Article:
most of us, this is me, too. We think that we have all the time in the world. We think that we’ll just do it next week. We’ll do it tomorrow. We’ll do that next quarter. That’s something I’ll start doing next year. And this is true of most of the really important things in our lives, like our our physical health, or diet or exercise programs, our personal finances. These are all things that you say you know what, I’m going to start saving tomorrow. I’m gonna just I’m gonna get in the 401k come January that’s what I’m gonna go on my diet. That’s what I’m going to start doing this. That’s what I’m going to start learning the language or playing guitar or playing tennis or lifting weights, whatever it might be. We are wrong. When it comes to thinking that we have a lot of time there’s really really famous quote, which is attributed to Buddha to the Buddha, whether or not he actually said it or not. But he said, The trouble is you think that you have time. That’s about as profound as it gets right there. Because we always think that we have more time than we actually have. And I know that you intellectually understand what your lifespan is probably going to be and that you intellectually understand that you need to get moving on this stuff. But there’s this behavior gap that exists what between what I intellectually know. And then what I actually do, and how I actually conduct myself. And the more we can close those gaps and eliminate those gaps in our lives, the closer we’re going to get to the lives that we’re actually interested in living. So, Buddha, or Jack Kornfield, the quote is also attributed to him, also a Buddhist, Buddhist thinker, philosopher, travelers, you think you have time, here’s another one that I love. I love love, love, love, love it. It’s a stoic idea. And it is memento mori. And it’s oftentimes related or rather, depicted in the form of a skull in artwork, either drawings, images, or physical representations of a skull. And it’s meant to signify the inevitability, the inevitability of our death of our demise. And the actual translation of momento Mori is, you remember, you must die. Remember, you must die. So morbid. Yes. True. True. So true. So the more we can remind ourselves of that, and we go through our lives, and it’d be great if we could learn from others if we could learn from reading. But all too often we make changes and our perspective shifts in our lives, when we have a personal experience or were impacted by something bad happening. And for me, my brother passed away in really early 2020. So hard to believe, three years, over three years ago now. But that was that was it for me, that was, that was the experience that really hasten things. And obviously, again, I know, like, we only live once I need to Carpe Diem it up and everything else, you know, alone, FOMO, and blah, blah, blah. But my brother’s passing, just it, it drove it home, it helped me to recognize that. And so I think about that, numerous times throughout the course of the day, I think about his death, I think about the finite nature of time, I think about my kids and my family. And I meditate and think about my own death. And that’s another stoic tradition, the meditation on your own death. And it just helps sort of ground you helps bring me back down and ground me into Okay. Let’s just stay focused. Let’s pull back in and remind ourselves to remember what is most important, what are our priorities here? And how can I become just better at doing what matters? That’s fundamentally at? How can I get better do a better job, first and foremost, knowing what is important to me, knowing what matters, and then doing the thing that matters. And I’m not interested in being stressed out. I’m not interested in being anxious or running around with my hair on fire and being a crazy person, not at all. I’m interested in being calm, relaxed, and interested in just getting things done. Getting the important things done. One of the first times in fact, the first time I ever learned about Parkinson’s Law was probably 1415 years ago, and somebody was giving a presentation. And they got this great big glass bowl. And they had a smaller container, a container golf balls, and then a big container of rice. And they started out the whole idea was how do we make it all fit? Then it’s perfect metaphor for life. How do we make everything fit that we want to make fit into our lives? And so he starts out by dumping the rice into the bowl. So he dumps the rice into the bowl. And then he grabs the container with the golf balls and dumps them into the bowl. And there wasn’t enough room, it didn’t all fit. And so some of the golf balls kind of bounced off onto the table and rolled on the floor and everything else. And then he reset. So he puts the rice back in the rice container, he puts the golf balls back in the golf ball container. And he does the opposite. So he puts the golf balls in first. And then he pours the rice over and the rice found its way it found its way into the openings found this way, just into the container, and it all fit. So you have to put you have to put first things first. That is that is the the moral of that story. And again, it’s Parkinson’s Law to illustrate that, that you need to do the most important things. So fundamentally, do you know what is most important in your life? Do you know what the important things are? And then how can you do a better job of actually doing? What’s important. And again, I want to go back to this is that I’m not advocating constant 100% focus and 100% doing anything like that. But it is and I do advocate for the idea that discipline equals freedom. Thanks to Jocko Willink on that one. So, the idea is, when you know what matters and you do what matters, everything else will fill itself in. And you will have a lot more time to do the things that you want to do. When you’re doing what matters. When you’re focused, you’ll have more time to do what you want. So so how do you do these things, I want to just share a couple of examples of things that I know have worked. I know intellectually that they’ve worked. And I also know that in practice, they work. It is a fascinating reality, a scary reality, disturbing reality that our minds wander about half the time. What do you think about that? Do you think that your mind is wandering half the time. So just simple thing, if you were able to train your brain to be more focused, you would essentially have twice as much time to do the things that you were interested in doing. So and we waste so much time. I know I waste a lot of time. It’s easy to fuck around and mess around and kill time or burn time or waste time or whatever you’re interested in doing. We all do it.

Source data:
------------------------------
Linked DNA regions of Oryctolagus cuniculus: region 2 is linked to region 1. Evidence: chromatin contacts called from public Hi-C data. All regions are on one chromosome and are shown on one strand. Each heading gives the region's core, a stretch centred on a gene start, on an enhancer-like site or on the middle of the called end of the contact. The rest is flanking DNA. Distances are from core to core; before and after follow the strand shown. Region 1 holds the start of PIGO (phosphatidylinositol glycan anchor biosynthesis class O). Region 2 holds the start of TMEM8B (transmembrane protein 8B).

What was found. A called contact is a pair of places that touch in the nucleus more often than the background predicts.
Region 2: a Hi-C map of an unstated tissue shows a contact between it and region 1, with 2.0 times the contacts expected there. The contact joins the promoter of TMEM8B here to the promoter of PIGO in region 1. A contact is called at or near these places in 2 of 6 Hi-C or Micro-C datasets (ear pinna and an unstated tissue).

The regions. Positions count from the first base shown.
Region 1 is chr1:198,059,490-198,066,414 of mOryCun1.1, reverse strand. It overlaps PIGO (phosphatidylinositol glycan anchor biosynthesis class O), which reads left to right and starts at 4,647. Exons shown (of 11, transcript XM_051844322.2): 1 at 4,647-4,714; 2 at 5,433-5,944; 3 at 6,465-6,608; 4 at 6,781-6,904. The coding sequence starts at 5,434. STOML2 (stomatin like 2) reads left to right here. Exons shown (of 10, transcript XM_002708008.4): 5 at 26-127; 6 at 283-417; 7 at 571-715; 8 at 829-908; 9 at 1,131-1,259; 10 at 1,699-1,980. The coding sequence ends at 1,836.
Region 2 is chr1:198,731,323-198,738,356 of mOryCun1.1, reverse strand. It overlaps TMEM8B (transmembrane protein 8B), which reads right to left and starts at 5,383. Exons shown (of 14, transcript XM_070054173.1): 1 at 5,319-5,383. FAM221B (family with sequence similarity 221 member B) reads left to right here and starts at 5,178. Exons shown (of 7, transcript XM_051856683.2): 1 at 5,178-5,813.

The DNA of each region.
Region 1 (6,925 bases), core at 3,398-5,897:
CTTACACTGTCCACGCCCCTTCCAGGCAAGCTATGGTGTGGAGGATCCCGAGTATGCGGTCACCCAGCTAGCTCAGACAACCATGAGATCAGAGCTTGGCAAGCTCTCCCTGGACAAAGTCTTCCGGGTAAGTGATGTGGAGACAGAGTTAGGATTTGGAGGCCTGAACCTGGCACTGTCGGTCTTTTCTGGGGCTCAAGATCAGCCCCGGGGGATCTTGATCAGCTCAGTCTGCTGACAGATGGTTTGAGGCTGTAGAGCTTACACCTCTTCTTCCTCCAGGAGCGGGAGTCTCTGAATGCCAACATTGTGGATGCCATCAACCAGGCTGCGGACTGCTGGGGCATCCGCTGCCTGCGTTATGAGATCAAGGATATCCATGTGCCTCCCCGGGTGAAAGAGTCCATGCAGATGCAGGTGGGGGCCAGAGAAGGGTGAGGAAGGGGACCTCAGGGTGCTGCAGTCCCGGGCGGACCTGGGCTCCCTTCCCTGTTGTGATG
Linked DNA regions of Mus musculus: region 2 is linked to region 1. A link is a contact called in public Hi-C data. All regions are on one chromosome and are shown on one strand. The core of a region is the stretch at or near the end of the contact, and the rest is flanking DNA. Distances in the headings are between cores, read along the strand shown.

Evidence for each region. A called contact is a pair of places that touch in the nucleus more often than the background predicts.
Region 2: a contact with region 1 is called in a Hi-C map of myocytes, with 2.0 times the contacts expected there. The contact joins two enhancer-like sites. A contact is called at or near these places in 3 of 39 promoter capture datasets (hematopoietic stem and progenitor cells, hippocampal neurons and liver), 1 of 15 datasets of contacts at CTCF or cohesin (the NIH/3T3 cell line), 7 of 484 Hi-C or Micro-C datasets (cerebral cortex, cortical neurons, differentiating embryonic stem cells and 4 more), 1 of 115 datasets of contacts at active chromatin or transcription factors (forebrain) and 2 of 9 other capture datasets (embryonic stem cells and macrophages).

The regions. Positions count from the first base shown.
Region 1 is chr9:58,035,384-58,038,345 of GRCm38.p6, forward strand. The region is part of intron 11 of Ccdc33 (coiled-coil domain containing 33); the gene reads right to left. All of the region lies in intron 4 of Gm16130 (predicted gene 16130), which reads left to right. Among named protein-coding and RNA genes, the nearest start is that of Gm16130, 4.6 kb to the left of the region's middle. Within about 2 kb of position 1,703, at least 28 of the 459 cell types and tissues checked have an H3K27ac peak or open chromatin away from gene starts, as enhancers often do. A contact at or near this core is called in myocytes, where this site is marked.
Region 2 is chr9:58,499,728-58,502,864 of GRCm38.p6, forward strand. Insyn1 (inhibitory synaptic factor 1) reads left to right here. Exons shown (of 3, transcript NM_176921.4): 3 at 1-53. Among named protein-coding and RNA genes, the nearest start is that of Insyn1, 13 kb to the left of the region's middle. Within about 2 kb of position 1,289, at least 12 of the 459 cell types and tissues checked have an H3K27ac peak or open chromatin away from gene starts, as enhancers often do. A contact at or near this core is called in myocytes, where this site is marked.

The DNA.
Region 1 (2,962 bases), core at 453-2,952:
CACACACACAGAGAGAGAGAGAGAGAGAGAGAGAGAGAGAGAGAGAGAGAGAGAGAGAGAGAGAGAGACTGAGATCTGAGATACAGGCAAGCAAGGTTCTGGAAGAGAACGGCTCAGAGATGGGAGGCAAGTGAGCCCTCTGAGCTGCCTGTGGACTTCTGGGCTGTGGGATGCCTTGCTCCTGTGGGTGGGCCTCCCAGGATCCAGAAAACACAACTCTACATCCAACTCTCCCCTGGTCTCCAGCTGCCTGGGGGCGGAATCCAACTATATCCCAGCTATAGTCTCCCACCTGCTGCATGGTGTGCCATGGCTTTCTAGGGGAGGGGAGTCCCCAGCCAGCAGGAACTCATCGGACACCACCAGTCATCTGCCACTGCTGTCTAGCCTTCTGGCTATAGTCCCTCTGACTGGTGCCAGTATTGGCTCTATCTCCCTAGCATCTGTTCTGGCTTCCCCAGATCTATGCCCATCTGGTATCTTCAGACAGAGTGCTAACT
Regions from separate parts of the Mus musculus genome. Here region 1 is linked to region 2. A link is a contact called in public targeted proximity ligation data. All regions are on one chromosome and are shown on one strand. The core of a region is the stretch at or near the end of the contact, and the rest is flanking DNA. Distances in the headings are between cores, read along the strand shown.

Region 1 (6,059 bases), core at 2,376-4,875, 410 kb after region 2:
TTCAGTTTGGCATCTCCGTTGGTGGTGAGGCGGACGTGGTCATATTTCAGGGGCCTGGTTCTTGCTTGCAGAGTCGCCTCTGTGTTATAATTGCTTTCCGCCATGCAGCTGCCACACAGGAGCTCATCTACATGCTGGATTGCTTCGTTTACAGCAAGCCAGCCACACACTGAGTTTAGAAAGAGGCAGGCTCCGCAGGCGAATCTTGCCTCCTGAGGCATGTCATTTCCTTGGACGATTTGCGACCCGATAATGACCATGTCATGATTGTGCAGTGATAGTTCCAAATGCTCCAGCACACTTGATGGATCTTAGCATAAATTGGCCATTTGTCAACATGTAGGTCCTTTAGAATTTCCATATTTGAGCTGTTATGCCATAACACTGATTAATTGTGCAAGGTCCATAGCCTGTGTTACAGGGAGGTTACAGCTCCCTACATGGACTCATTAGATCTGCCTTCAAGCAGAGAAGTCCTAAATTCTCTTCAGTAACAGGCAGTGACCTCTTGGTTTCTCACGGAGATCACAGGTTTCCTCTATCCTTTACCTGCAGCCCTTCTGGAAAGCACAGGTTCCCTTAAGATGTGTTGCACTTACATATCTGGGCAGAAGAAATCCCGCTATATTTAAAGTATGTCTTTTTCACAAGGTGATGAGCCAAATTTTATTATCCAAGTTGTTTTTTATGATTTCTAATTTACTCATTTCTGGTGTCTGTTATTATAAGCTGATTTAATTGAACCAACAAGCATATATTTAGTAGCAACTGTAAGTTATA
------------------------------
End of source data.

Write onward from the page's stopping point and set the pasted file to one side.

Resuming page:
But becoming aware of it. It’s okay to do that. It’s okay to burn time. It’s okay to kill time. It’s okay to waste time. But I don’t want to do that. Just unintentionally. I’m interested in zoning out when I want to zone out but not when I’m trying to get things done. That’s the whole thing here is how can I become more effective, and then do the things and then give myself the ability to mess around or do whatever I want to whenever I want to. That’s that’s kind of what I’m looking for here. So there’s a couple of things that we can do to become more focused. Number one, if you’ve never done a time audit, if you’ve never audited your time, you should do it. I can almost guarantee you’re going to be bothered by what you find out. Oh my gosh, I did so little today, I got very little done. And the average person again, our minds are wandering but we just don’t really get that much done. We don’t really get that much work done. So figuring out for you, you may be way better than me. Highly possible. You may be way better than the average person also highly possible. But also going to find some realities kind of cold water to the face be like oh my gosh, I spent eight hours doing this thing but what did I really actually get done? Yuck, I wasted a ton of time. So figuring out what it is that you want to be doing. Need to want to things that that are fixed. If you are you’re have if you have which I’m sure you do have professional responsibilities and meetings are things that you must be at, block those into your calendar. And I also advocate that you block what you want to do into your calendar. If you want your day to start with exercise, or or you want your day to start with reading or music or whatever. You can do that. Block it into your calendar. One of the things I Started doing when I started writing a couple of years ago, is I will block time to write into my calendar. So if I don’t, then it just doesn’t get done. And whatever I block into my calendar, I honor that. So Cal Newport wrote a book or a paper called deep work. And the idea is super simple. Fundamentally, it’s that multitasking is a fiction, we are not capable of doing it, you can do it, but you’re not going to do it very well. And you are way better served and doing one thing at a time, and focusing and giving 100% of your undivided attention to that one thing. And I call that just honoring, honoring the time that you have allocated to whatever activity that is, so we’ll just stick with writing. So it doesn’t mean that they have an hour a day to do that. But right now, for example, I give myself at least 30 minutes. So I go from eight o’clock in the morning till 830. And I write some days, it’s a little bit more than that. Never is it any less than that. And when I’m doing it, I shut down everything else, I do not allow myself to mess around on the internet, or check email or phones or social media or anything else. So you become more focused, you’re doing deep work in in the one thing you are honoring the time that you have allocated to that, and you are just going from one item to the next on your schedule. So I don’t know if that sounds good to you. If that sounds terrible to you, I don’t know, I think a lot of the time if we’re not used to structure like that we resist it. But what I think what I know for sure is that the most successful people that I know, calendar end the most important things that they must do. And if you’re somebody who feels like you just don’t have time to do that, well, you’re probably somebody who needs to do it more so than anybody else. So deep work, calendaring, things being focused, honoring the commitments that you make to yourself. I mentioned 30 minutes there, there’s something called the Pomodoro Technique, which I also utilize throughout the course of the day. And that’s just where I work for 25 minutes, super focused, uninterrupted work, and then you stop, and you take a break 510 minute break, walk around, mess around, go on social, do whatever you want. So that will allow you to just stay focused, knowing that I’m not just going to be working for eight hours straight here, I am going to have a break. So there’s a lot of positive things that come from that. Which I think you can sort of figure that out. So I have a timer on my phone, I like to as I’m doing deep concentrated work, I have I listened to binaural beats just an app on my phone, which does that it’s a combination of white noise or ambient noise, and then binaural beats whatever those are. And I like that it helps me to do it. But you can set it. So it automatically turns off in 20 minutes, or 25 minutes or 30 minutes. Whatever increment of time you’re interested in doing it. And so I think that that’s a really, really positive thing. So a couple of bottom lines. And some things that are essential, if you’re going to be able to do this, first and foremost, you must believe that your time is valuable. If you don’t think that your time is valuable, then who cares, then you will just waste it. I just have all this time, I’m gonna get rid of it. So in order for this to be effective, in order for you to do more, in less time, you need to be able to or you need to believe that your time is in fact valuable. The second thing is that I think I know that you must believe that your work is valuable, that what you are doing, the impact that you are having or desire to have is important. So again, my time is valuable, what I’m doing is valuable. And then number three is the kind of the reality is that you will be able to do a lot more in less time. Think back to Parkinson’s Law, again, if you are just working if you’re working a 60 hour workweek. And you say you know what, this is no longer sustainable. I need to figure out how to get this done in 40 hours. It’s obviously a dramatic shift. But if you look at your 60 hour workweek and you examine, what am I really doing over the course of these 60 hours. Is that 12 hours a day, for five days a week. Think that it is. So what am I doing for 12 hours a day, every day? Go through the time audit. Look at what you’re doing, how am I organizing? How am I spending my time How am I executing on the things that I want? I can almost guarantee you’ll be able to get the things that your current doing in 60 hours, down to 40 hours. I think that that’s super possible. There are countless examples and stories of people that did that. And then they say, You know what? Let’s make it down to 30 hours. You’ve heard that saying, if you want something done, give it to a busy person. In a lot of ways. That’s really what this is talking about. Because busy people know how to get things done. And I’m not celebrating busyness fact, quite the opposite. I do not like when somebody says, you’re very busy. I’m not very busy. I’m not I have plenty of headspace. I get a lot of things done. And that’s what I want to be. I don’t want to can Busy, busy, stupid, busy, sucks, busy.

Unknown Speaker 20:48
I’m a doer, DOER of things

george grombacher 20:50
I’m a human doing. And I want to be able to do more in less time. That will give me the freedom to do whatever I want. And I bet that’s what you want to. So believe that your time is valuable. Believe that your work is valuable. And embrace the fact that when you get better at these things, you can do a lot more and a lot less time. And that’s freedom that is doing and that is how doers get more done. You do your part by doing your best